Halifax dietitian Tristaca Caldwell says she always prefers her clients to eat homemade foods.

Source: Canadians gravitate toward meals that are convenient, claim to be nutritious

This is a sad state of affairs.

How is this possible? With the vast array of knowledge available to us, most if it just at our fingertips, how is it that people continue to make mis-informed, uneducated, healthy life choices.

Are you that lazy that you don't want to read the ingredients or pick up a book to find out what you are about to put in your body?

I really don't get it.

PEOPLE! Take ownership of your health and well being - Be accountable for you diets and what you use to fuel your bodies.

Thursday, February 4, 2010

Yes Vegans Can

I read this today and it range very true.

I get a lot of these questions posed to me pretty much daily once the person asking knows I am a vegan. It can be annoying and frustrating to have to answer them over and over again but I am trying to realize that the more times I answer the more people are being educated.

There are many myths about veganism. Just to set the record straight, here are 25 things that vegans can do!

Yes vegans can...

...get enough protein. successful professionals.

...step on bugs accidentally. body builders.

...avoid eating soy.

...shave their armpits.

...kill less plants by eating plants than animals. at a non-vegan restaurant. an athletic competition.

...get enough calcium without milk.

...accidentally eat something that's not vegan.

...own a leather jacket from their pre-vegan days. cooked food.

...resist "cheating." healthy and live long. straight men.

...drink alcohol.

...have "pets." about humans just as much as animals. straight women. junk food. Christians, or any other religion. sugar.

...dislike PETA.

...stay vegan!

So there you have it! See how normal being vegan can be?


Tuesday, February 2, 2010

Sautéed Spinach and Bok Choy

Spinach is my favourite edible flowering plant.

My all time favourite Asian veggie hands down is the succulent Chinese cabbage with its white stems and dark green leaves also known as Bok Choy.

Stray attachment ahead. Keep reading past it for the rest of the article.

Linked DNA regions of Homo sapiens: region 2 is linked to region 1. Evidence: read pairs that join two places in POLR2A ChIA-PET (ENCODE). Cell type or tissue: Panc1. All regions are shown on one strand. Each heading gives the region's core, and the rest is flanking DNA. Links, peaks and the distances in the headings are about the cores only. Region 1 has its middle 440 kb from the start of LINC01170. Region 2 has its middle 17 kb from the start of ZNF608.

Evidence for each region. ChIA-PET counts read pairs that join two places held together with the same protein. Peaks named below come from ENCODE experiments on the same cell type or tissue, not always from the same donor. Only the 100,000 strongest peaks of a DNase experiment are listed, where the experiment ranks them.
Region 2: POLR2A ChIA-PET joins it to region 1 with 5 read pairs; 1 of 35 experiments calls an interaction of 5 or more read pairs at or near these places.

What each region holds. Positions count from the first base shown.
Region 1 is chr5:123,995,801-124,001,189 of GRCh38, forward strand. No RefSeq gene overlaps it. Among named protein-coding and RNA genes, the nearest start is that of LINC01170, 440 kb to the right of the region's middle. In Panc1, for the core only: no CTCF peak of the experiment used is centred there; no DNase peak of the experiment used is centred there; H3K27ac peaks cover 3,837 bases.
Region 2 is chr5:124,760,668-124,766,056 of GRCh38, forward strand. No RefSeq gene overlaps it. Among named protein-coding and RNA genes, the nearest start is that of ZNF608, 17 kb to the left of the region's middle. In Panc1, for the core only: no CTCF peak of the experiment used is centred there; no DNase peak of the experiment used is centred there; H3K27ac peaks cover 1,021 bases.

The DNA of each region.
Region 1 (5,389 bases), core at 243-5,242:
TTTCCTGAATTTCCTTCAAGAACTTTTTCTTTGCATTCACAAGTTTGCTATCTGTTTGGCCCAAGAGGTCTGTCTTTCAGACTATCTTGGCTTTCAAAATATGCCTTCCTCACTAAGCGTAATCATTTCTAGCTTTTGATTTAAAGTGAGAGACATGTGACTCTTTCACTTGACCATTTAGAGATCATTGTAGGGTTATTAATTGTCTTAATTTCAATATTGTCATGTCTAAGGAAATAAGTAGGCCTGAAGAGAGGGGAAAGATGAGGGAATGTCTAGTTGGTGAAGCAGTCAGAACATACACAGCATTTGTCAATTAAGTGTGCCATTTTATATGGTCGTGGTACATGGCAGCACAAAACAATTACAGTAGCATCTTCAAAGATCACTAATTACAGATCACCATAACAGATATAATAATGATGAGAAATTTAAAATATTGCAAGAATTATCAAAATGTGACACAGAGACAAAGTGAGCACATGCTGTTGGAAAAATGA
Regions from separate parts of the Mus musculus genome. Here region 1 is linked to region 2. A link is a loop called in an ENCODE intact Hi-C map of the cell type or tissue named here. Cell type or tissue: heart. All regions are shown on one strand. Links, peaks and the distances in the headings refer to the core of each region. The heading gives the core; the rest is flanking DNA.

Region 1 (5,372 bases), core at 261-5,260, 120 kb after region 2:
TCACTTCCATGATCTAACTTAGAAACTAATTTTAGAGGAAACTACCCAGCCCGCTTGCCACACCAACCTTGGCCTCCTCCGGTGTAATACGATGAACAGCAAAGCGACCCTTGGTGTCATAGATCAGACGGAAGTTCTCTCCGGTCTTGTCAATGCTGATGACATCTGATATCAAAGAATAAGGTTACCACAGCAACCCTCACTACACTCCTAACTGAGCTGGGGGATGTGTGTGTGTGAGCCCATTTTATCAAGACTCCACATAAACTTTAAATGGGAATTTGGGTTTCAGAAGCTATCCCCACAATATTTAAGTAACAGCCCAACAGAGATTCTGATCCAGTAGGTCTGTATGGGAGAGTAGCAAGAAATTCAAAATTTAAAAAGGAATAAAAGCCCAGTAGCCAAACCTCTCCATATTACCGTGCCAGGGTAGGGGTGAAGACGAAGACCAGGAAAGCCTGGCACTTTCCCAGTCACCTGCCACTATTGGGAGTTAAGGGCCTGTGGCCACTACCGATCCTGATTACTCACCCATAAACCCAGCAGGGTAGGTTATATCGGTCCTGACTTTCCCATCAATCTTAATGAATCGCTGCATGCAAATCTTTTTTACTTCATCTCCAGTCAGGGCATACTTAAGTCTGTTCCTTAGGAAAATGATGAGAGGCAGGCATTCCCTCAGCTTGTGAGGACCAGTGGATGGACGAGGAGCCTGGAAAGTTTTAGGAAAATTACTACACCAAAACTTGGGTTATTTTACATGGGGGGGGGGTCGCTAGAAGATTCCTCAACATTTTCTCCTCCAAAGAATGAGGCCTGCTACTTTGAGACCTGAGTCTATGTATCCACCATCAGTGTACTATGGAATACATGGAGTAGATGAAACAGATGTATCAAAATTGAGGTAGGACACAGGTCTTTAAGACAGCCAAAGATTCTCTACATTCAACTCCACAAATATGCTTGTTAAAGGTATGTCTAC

Available year round, super cheap and crazy easy to cook, what more can a girl ask for?

Just a little oil, S&P and some toasted sesame seeds and a hot pan is all you need to make a simply, tasty, crispy dish.

I’ve whipped this up for lunch two day in a row now and if I can do this before I head off to work then anyone can do it. Trust me.

Today I added some sesame tofu to mix it up ... yum factor instantly doubled :P

Mediterranean Chickpea Wrap

As my adventures in cooking continue, I have fallen deeply in love with the magical little chickpea.

These cute, little beige beans, also known as the garbanzo bean, Indian pea, ceci bean, Bengal gram are chock full of protein, fibre and taste. And they are crazy versatile to boot.

POP QUIZ: Did you know that they are one of the earliest cultivated vegetables. 7,500-year-old - Wowza!

I decided over the weekend to cracked open one of my fabulous Christmas -gift cookbooks, The Conscious Cook by Tal Ronnen and took a stab at the Mediterranean Chickpea Wrap. It was described as being “a great mash-up of strong ingredients” and it had banana peppers in it so that was all I needed to be sold.

My edits were were simple as I chose to omit the sun dried tomatoes (not on my fave list) and shredded the carrot and onion, but next time I will dice them instead of shred. I can see how it would have given the final mix a bit more texture.

However, it ended up being a delicious fiery dish that has worked well in wraps, pitas and mixed in with salad greens and spinach.

Yet another addition to the new list of standards.


2 tbsp safflower oil
1 carrot, peeled and diced
1 small onion, peeled and diced
½ cup banana peppers, finely chopped
1 garlic clove, minced
1 tsp cumin
½ tsp red pepper flakes
½ tsp cayenne (or more to taste)
Fresh ground black pepper
1 can chickpeas, with liquid
1 cup water
2 cups white potato, diced

Over medium heat, sauté carrots, onion, peppers and garlic in oil for 5 – 7 minutes, stirring frequently

Add cumin, red pepper, cayenne and black pepper to taste and sauté another minute

Add chickpeas with liquid and water and bring to a boil.

Add potatoes and simmer for 20 minutes or until potatoes are soft.

Serve in wraps, pita or tossed in salad.